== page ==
In a first-of-its-kind shift in stated strategy, the Biden Administration pledged, in a document that outlines Pentagon plans, to protect growing American commercial interests in space while advancing military space capabilities and international cooperation in orbit. Military space has returned to the spotlight in recent years after a slump that accompanied the end of the Cold War.
A flurry of military and intelligence satellite launches by rival powers this month came as the United States and two dozen partner nations wrapped up the largest global space defense wargame in history.
Russia launched what some leaders have described as a spy satellite for Iran and its own on-orbit snooping satellite Cosmos-2558, which is circling Earth in an orbit conspicuously close to a recently launched U.S. National Reconnaissance Office satellite, a Netherlands researcher confirmed.
Of the 55 commercial launches attempted in 2021, 31 occurred in the United States. Of these, 23 were carried out by SpaceX, all of which were successful. China and Russia each conducted nine commercial launches in 2021. All six Russian launches were conducted on the Soyuz launch vehicle, and all were successful.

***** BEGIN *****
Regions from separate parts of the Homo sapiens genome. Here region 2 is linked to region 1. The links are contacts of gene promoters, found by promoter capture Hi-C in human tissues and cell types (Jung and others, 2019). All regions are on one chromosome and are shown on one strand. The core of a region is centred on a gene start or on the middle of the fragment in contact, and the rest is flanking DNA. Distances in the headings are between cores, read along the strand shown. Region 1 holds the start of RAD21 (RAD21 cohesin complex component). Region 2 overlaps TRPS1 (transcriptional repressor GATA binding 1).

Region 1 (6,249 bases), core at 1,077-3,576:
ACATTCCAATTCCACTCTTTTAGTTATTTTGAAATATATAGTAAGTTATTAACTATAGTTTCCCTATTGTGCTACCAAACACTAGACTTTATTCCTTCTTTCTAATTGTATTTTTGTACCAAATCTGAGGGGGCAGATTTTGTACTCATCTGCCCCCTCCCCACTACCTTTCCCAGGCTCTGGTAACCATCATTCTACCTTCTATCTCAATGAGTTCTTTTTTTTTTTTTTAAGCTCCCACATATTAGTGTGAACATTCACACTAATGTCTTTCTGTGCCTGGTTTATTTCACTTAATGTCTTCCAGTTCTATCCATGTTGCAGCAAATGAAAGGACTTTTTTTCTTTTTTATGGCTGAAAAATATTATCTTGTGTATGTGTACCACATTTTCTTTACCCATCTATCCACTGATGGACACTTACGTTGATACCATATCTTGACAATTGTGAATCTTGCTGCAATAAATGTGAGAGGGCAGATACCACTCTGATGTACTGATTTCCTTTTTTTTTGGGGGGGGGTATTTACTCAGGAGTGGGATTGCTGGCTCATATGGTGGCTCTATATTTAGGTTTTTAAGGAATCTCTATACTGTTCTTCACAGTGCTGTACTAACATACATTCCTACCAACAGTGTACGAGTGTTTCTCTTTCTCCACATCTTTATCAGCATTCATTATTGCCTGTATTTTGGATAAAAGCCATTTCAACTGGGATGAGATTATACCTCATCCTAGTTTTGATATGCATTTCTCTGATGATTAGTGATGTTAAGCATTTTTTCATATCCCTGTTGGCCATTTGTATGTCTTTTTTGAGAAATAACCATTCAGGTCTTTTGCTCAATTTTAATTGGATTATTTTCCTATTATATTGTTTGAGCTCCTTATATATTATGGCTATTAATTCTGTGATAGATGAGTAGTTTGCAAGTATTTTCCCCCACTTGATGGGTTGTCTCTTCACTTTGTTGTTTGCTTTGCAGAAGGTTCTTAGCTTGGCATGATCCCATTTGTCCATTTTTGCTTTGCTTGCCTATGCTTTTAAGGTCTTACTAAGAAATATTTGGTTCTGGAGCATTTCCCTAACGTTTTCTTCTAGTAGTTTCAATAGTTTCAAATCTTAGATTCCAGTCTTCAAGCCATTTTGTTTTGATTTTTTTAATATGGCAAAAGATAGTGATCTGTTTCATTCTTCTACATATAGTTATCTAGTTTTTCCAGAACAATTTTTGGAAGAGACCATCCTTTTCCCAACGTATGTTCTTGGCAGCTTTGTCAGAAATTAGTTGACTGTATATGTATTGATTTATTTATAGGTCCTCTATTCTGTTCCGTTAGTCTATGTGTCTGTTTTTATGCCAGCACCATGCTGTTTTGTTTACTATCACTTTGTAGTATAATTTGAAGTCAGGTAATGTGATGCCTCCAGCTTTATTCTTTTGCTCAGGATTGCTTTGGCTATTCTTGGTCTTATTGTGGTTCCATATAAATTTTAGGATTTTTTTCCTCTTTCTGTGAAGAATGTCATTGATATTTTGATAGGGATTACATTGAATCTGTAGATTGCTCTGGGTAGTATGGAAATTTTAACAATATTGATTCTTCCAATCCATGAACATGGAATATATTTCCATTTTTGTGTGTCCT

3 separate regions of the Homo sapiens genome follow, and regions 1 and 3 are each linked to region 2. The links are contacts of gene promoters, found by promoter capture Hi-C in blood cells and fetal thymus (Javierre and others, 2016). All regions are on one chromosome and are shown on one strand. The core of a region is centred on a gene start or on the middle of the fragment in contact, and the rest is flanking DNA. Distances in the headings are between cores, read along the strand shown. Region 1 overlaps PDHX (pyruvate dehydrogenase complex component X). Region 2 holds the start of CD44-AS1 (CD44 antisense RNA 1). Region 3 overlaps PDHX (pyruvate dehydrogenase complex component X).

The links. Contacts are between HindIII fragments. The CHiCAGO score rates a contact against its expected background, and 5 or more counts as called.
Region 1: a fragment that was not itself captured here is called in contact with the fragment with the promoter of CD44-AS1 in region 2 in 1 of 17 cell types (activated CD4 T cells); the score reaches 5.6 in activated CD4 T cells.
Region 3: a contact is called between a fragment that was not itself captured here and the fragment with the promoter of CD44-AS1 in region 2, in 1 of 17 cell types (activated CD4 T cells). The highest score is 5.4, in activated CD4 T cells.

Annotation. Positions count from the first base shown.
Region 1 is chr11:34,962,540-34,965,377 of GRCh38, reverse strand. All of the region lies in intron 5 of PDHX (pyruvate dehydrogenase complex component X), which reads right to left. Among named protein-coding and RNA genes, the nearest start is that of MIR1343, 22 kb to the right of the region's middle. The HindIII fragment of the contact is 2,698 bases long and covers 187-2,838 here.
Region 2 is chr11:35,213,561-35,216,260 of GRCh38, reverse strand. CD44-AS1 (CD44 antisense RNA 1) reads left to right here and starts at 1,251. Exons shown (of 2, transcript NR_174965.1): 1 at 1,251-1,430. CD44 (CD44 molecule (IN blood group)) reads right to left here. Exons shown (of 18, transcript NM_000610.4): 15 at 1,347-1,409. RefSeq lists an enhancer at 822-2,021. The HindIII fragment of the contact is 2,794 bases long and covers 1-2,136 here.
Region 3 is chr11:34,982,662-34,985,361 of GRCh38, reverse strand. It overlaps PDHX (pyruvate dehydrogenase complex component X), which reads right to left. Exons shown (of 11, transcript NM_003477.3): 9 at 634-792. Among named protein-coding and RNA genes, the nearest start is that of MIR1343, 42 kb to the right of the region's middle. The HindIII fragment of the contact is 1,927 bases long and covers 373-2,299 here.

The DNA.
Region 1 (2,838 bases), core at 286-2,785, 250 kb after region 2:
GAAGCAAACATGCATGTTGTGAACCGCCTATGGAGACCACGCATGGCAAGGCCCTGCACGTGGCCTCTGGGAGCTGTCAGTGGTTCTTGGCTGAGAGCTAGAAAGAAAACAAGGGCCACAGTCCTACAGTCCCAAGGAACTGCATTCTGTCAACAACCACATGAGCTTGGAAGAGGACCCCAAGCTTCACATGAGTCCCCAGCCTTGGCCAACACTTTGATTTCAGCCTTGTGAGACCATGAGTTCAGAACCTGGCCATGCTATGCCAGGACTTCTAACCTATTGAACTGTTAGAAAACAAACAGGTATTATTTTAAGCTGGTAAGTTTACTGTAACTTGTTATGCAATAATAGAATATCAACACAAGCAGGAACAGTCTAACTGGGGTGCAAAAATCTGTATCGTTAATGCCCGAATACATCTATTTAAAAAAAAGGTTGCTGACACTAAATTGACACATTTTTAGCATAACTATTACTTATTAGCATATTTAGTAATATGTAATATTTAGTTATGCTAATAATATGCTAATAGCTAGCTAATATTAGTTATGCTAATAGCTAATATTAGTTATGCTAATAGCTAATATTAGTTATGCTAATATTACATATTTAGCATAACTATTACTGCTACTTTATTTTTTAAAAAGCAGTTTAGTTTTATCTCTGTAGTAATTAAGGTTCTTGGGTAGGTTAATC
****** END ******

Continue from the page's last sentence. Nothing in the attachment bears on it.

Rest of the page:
The first six months of 2022 saw a record pace of space launches, matching the mark of 75 set in the first half of 1967. And through June 30, the year saw a record pace for successful launches, topping the mark of 70 set in 1984.
Total government space spending in 2021 reached $107 billion, a 19% increase from 2020, based on Space Foundation analysis. Space Foundation examined government space spending of 46 nations, including 14 nations new to the analysis this year.
Commercial space activity refers to efforts undertaken by private industry with little or no government investment. Commercial space revenue in 2021 totaled $362 billion.
After a decades-long hibernation, nuclear fission power has come back into fashion for NASA and other agencies as a way to deliver power to remote locations and drive spacecraft at speeds other fuels cannot deliver.
Russia’s use of hypersonic weapons in Ukraine is the latest escalation in a growing arms race for missiles that can travel through the atmosphere at more than Mach 5. The U.S. and its allies are accelerating spending on hypersonic weapons development, but haven’t fielded one to date, prompting leaders to fear a missile gap. . .
The Space economy hit $447 billion in 2021 and the pace of growth was expected to accelerate in 2022.
While increased congestion and debris from a Russian anti-satellite weapons test roiled insurance markets for some spacecraft in low Earth orbit, increases in launch reliability and a booming marketplace with historic numbers of satellites . . .